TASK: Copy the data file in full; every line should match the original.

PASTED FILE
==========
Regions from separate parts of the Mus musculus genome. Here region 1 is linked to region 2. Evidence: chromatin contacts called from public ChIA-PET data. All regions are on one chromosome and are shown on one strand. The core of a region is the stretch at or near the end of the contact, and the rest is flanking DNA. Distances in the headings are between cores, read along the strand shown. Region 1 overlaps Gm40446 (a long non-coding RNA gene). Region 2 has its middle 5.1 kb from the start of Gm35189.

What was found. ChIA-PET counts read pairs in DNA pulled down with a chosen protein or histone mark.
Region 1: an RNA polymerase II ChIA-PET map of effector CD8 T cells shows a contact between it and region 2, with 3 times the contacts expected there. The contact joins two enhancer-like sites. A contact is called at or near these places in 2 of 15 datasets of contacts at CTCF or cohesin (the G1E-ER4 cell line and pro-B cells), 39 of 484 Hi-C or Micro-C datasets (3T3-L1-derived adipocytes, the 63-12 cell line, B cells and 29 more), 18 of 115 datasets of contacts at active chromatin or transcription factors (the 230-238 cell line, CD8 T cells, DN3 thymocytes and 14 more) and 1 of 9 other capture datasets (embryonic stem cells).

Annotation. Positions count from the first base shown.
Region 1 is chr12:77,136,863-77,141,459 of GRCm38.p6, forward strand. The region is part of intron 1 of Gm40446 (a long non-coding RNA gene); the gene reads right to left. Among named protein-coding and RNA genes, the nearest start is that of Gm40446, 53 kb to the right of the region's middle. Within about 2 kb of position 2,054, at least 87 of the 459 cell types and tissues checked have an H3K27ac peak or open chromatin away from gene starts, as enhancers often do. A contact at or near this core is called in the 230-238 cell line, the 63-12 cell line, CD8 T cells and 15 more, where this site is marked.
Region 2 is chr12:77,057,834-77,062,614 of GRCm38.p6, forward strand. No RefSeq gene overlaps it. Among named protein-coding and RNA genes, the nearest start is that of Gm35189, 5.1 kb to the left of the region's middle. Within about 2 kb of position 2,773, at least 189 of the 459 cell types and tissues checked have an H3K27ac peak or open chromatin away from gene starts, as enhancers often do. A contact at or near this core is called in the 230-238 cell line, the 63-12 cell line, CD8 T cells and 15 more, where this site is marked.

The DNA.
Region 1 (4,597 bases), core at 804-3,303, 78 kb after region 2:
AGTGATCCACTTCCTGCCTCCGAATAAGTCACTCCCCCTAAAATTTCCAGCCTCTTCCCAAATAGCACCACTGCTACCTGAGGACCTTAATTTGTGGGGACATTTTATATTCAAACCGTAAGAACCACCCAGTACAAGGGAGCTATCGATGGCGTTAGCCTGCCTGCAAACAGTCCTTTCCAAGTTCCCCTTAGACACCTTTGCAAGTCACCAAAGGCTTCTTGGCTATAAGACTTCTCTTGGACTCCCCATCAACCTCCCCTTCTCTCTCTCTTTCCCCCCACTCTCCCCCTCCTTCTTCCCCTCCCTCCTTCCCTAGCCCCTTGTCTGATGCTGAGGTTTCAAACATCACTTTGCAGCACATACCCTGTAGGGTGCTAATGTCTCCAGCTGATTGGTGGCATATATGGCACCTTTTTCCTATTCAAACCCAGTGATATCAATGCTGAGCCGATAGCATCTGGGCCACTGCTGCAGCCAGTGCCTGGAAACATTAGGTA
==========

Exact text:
Regions from separate parts of the Mus musculus genome. Here region 1 is linked to region 2. Evidence: chromatin contacts called from public ChIA-PET data. All regions are on one chromosome and are shown on one strand. The core of a region is the stretch at or near the end of the contact, and the rest is flanking DNA. Distances in the headings are between cores, read along the strand shown. Region 1 overlaps Gm40446 (a long non-coding RNA gene). Region 2 has its middle 5.1 kb from the start of Gm35189.

What was found. ChIA-PET counts read pairs in DNA pulled down with a chosen protein or histone mark.
Region 1: an RNA polymerase II ChIA-PET map of effector CD8 T cells shows a contact between it and region 2, with 3 times the contacts expected there. The contact joins two enhancer-like sites. A contact is called at or near these places in 2 of 15 datasets of contacts at CTCF or cohesin (the G1E-ER4 cell line and pro-B cells), 39 of 484 Hi-C or Micro-C datasets (3T3-L1-derived adipocytes, the 63-12 cell line, B cells and 29 more), 18 of 115 datasets of contacts at active chromatin or transcription factors (the 230-238 cell line, CD8 T cells, DN3 thymocytes and 14 more) and 1 of 9 other capture datasets (embryonic stem cells).

Annotation. Positions count from the first base shown.
Region 1 is chr12:77,136,863-77,141,459 of GRCm38.p6, forward strand. The region is part of intron 1 of Gm40446 (a long non-coding RNA gene); the gene reads right to left. Among named protein-coding and RNA genes, the nearest start is that of Gm40446, 53 kb to the right of the region's middle. Within about 2 kb of position 2,054, at least 87 of the 459 cell types and tissues checked have an H3K27ac peak or open chromatin away from gene starts, as enhancers often do. A contact at or near this core is called in the 230-238 cell line, the 63-12 cell line, CD8 T cells and 15 more, where this site is marked.
Region 2 is chr12:77,057,834-77,062,614 of GRCm38.p6, forward strand. No RefSeq gene overlaps it. Among named protein-coding and RNA genes, the nearest start is that of Gm35189, 5.1 kb to the left of the region's middle. Within about 2 kb of position 2,773, at least 189 of the 459 cell types and tissues checked have an H3K27ac peak or open chromatin away from gene starts, as enhancers often do. A contact at or near this core is called in the 230-238 cell line, the 63-12 cell line, CD8 T cells and 15 more, where this site is marked.

The DNA.
Region 1 (4,597 bases), core at 804-3,303, 78 kb after region 2:
AGTGATCCACTTCCTGCCTCCGAATAAGTCACTCCCCCTAAAATTTCCAGCCTCTTCCCAAATAGCACCACTGCTACCTGAGGACCTTAATTTGTGGGGACATTTTATATTCAAACCGTAAGAACCACCCAGTACAAGGGAGCTATCGATGGCGTTAGCCTGCCTGCAAACAGTCCTTTCCAAGTTCCCCTTAGACACCTTTGCAAGTCACCAAAGGCTTCTTGGCTATAAGACTTCTCTTGGACTCCCCATCAACCTCCCCTTCTCTCTCTCTTTCCCCCCACTCTCCCCCTCCTTCTTCCCCTCCCTCCTTCCCTAGCCCCTTGTCTGATGCTGAGGTTTCAAACATCACTTTGCAGCACATACCCTGTAGGGTGCTAATGTCTCCAGCTGATTGGTGGCATATATGGCACCTTTTTCCTATTCAAACCCAGTGATATCAATGCTGAGCCGATAGCATCTGGGCCACTGCTGCAGCCAGTGCCTGGAAACATTAGGTA